Image Above: Joseph Whitney (left), Real Food SOU Logo (right).
Joseph Whitney is SOU’s Real Food Coordinator! Joseph is double majoring in Theatre and Economics and works for the Social Justice and Equity Center’s Student Sustainability Team as the Real Food Coordinator.
Real Food aims to shift existing university food budgets away from industrial farms and unhealthy food and towards local & community-based, fair, ecologically sound, and humane food sources—what we call Real Food. In 2018, SOU signed a commitment to reach 20% Real Food by 2023. In February of 2020, we had a percentage of 8% and we were slowly making progress. Then the pandemic hit. This last school year (20-21) SOU only purchased 4% Real Food. There’s a lot of work to be done in the next two years and Joseph is optimistic we can move the needle up aggressively.
As the Real Food Coordinator, Joseph advocates for Real Food purchases by SOU and audits the school’s food purchases to see if they qualify. Joseph has the important role of monitoring our progress and can suggest changes to SOU Dining to help SOu achieve its sustainability goals.
Joseph explains why Real Food is of huge significance on a number of levels. “Population continues to grow every year, a population that needs to be fed; companies are more than happy to meet demand, but doing so in a way that will last into the future is difficult; pesticide use has increased consistently over the past several decades even though after a certain level more spraying shows little to no increase in yield; we continue to create farmland oases while the Colorado River fails to reach the sea and states like California are driven by drought to put restrictions on water use.” The U.S. agricultural labor force is also unsustainable; in the midst of the Great Resignation, one has to wonder if a system built on poorly compensated migrant labor isn’t also prone to collapse. And, as my predecessor Jamie Talarico sagely noted, local/organic food often tastes better too! Real Food attempts to encompass all of these concerns.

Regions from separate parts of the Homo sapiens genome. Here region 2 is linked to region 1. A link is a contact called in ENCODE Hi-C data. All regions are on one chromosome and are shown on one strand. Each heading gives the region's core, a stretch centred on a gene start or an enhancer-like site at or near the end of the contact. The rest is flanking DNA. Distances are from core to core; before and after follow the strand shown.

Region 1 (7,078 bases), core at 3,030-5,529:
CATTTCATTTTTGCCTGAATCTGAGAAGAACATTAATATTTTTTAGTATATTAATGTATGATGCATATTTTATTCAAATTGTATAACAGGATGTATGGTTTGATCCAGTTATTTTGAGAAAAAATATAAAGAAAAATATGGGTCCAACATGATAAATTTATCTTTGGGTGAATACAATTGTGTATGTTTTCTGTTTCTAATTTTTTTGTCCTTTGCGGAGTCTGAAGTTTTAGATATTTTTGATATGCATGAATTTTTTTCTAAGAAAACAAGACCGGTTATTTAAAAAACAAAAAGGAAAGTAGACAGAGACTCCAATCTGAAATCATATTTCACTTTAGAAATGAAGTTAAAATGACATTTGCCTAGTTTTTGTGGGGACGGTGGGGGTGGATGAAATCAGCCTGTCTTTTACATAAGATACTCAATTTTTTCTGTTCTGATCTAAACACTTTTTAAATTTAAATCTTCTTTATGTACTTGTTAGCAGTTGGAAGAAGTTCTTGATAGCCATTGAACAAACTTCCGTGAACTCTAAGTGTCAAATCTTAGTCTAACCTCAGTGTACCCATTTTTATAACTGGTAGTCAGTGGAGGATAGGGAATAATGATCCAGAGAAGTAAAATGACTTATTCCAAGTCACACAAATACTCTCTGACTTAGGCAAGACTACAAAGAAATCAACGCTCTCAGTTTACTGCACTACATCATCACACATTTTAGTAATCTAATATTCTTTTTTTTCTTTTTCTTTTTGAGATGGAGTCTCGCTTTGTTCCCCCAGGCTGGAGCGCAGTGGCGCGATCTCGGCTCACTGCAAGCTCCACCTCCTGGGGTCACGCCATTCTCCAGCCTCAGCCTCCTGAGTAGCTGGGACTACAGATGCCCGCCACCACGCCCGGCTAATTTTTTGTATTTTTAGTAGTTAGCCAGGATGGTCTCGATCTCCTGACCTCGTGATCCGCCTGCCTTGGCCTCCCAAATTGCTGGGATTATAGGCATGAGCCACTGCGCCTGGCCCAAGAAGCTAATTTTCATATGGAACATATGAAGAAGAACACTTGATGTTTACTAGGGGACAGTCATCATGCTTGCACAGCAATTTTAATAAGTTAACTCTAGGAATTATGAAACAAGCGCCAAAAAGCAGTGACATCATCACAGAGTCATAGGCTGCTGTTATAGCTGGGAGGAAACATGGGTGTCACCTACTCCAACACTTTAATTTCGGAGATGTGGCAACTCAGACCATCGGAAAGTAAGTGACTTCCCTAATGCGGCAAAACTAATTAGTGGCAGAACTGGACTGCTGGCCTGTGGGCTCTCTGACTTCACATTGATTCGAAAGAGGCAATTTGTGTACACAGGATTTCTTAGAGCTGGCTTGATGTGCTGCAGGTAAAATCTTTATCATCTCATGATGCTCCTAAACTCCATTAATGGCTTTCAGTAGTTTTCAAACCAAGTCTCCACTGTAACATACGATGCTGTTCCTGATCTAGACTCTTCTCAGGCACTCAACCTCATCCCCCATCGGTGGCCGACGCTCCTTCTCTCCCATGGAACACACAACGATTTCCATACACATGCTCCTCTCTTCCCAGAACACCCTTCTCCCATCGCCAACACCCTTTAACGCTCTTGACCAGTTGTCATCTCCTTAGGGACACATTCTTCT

A pivotal moment in the fight against climate change. In November, the UK, together with our partners Italy, will host an event many believe to be the world’s best last chance to get runaway climate change under control. COP26 is the 2021 United Nations climate change conference.
For nearly three decades the UN has been bringing together almost every country on earth for global climate summits – called COPs – which stands for ‘Conference of the Parties’. In that time climate change has gone from being a fringe issue to a global priority.
For more information, visit https://ukcop26.org/uk-presidency/ and https://unfccc.int/process-and-meetings/conferences/glasgow-climate-change-conference
“Every time you spend money, you’re casting a vote for the kind of world you want.”
~ Anna Lappe